Clinton Township, Sterling Heights, Warren
Investigators seek source of Red Run petroleum discharge
Published May 10, 2013
Sterling Heights and nearby Macomb County communities have taken action to contain and clean up a reported oil spill detected May 2, officials said.
Officials say the source of an apparent petroleum product discharge has affected areas of the Red Run drain in Warren, Sterling Heights and Clinton Township.
According to Dennis Adler, assistant fire chief at the Sterling Heights Fire Department, his department received a call that Thursday evening from a resident who had taken a water sample in a soda bottle and witnessed an oily substance inside.
Adler said Sterling Heights officials then investigated the source, located between Maple Lane and Schoenherr, just north of 14 Mile Road. They found a significant amount of oil being pushed through underwater storm drains, he said.
“We went out there and had a look at it in conjunction with the Warren Fire Department and the Warren water and sewer department,” Adler said. “We ended up laying a series of booms out there to catch the (hazardous) product.”
Booms are floating devices that absorb or catch oil from spills, he said.
On May 4, the Fire Department also heard of a second polluted location, near 16 Mile Road, between Schoenherr and Utica roads. Sterling Heights worked with Clinton Township officials and also collected some oil from a boom, Adler said.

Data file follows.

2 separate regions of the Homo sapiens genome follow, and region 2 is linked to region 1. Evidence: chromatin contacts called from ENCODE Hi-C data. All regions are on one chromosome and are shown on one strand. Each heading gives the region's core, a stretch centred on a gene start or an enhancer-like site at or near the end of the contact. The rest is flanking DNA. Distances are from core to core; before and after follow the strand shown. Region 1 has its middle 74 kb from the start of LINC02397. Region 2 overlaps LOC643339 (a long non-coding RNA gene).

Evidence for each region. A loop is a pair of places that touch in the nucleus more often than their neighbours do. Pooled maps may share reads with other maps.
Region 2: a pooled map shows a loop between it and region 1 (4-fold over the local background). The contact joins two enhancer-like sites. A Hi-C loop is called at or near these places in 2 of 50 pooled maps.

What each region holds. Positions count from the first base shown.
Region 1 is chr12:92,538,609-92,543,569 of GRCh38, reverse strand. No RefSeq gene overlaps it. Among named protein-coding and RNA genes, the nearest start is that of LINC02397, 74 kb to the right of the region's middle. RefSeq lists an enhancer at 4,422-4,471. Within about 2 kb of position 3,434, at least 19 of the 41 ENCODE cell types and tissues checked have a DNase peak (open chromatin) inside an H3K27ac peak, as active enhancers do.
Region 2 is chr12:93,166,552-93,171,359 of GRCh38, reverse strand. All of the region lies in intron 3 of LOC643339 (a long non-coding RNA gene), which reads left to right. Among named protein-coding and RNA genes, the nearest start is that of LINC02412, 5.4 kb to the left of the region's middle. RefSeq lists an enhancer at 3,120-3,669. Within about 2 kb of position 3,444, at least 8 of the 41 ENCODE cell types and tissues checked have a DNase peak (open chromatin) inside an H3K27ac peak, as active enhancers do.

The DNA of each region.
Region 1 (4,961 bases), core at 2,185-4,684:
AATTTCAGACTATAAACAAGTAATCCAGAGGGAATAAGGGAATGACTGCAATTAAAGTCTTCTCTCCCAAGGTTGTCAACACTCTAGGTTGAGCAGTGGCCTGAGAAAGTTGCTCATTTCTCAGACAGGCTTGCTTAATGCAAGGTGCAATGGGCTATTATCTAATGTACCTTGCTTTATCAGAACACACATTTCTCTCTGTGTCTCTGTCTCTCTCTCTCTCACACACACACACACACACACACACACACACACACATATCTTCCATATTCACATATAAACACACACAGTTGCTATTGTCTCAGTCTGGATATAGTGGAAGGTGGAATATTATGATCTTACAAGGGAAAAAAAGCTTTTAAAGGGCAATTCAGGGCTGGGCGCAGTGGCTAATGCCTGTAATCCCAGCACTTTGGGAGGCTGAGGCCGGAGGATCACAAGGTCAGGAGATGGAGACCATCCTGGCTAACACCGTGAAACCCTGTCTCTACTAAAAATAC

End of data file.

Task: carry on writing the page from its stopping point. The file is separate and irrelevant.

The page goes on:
Adler said he couldn’t speculate on the volume of oil or pollutants spilled, but said they saw an area of around 15 feet by 100 feet affected at the second site. He said a cleanup crew took care of both sites May 7, and the booms have since been lifted.
Warren officials say trouble was first reported May 2 in a section of the Red Run drain in Sterling Heights. Warren Fire Commissioner Wilburt “Skip” McAdams said Warren fire crews were sent to the scene of an oily sheen near 14 Mile and Hoover that day.
The investigation is a collaborative effort among local police and firefighters, employees at Warren’s Waste Water Treatment Plant and the Michigan Department of Environmental Quality.
Although the source of the discharge remained undetermined May 6, McAdams said the material was apparently discharged somewhere within the city of Warren.
A media release from Warren Mayor Jim Fouts’ office said a 20-50 gallon oil spill was discovered.
“Samples were taken for analysis, both independently and by the DEQ,” McAdams said. “We have no indication that it was a municipal release, and actually wastewater has been ruled out as a source of the contamination. This was either an illegal hookup or an intentional dumping somewhere in Warren.”
Reach the Sterling Heights Fire Department at (586) 446-2950. Anyone with information about the incident can contact the Warren Police Department at (586) 574-4700.
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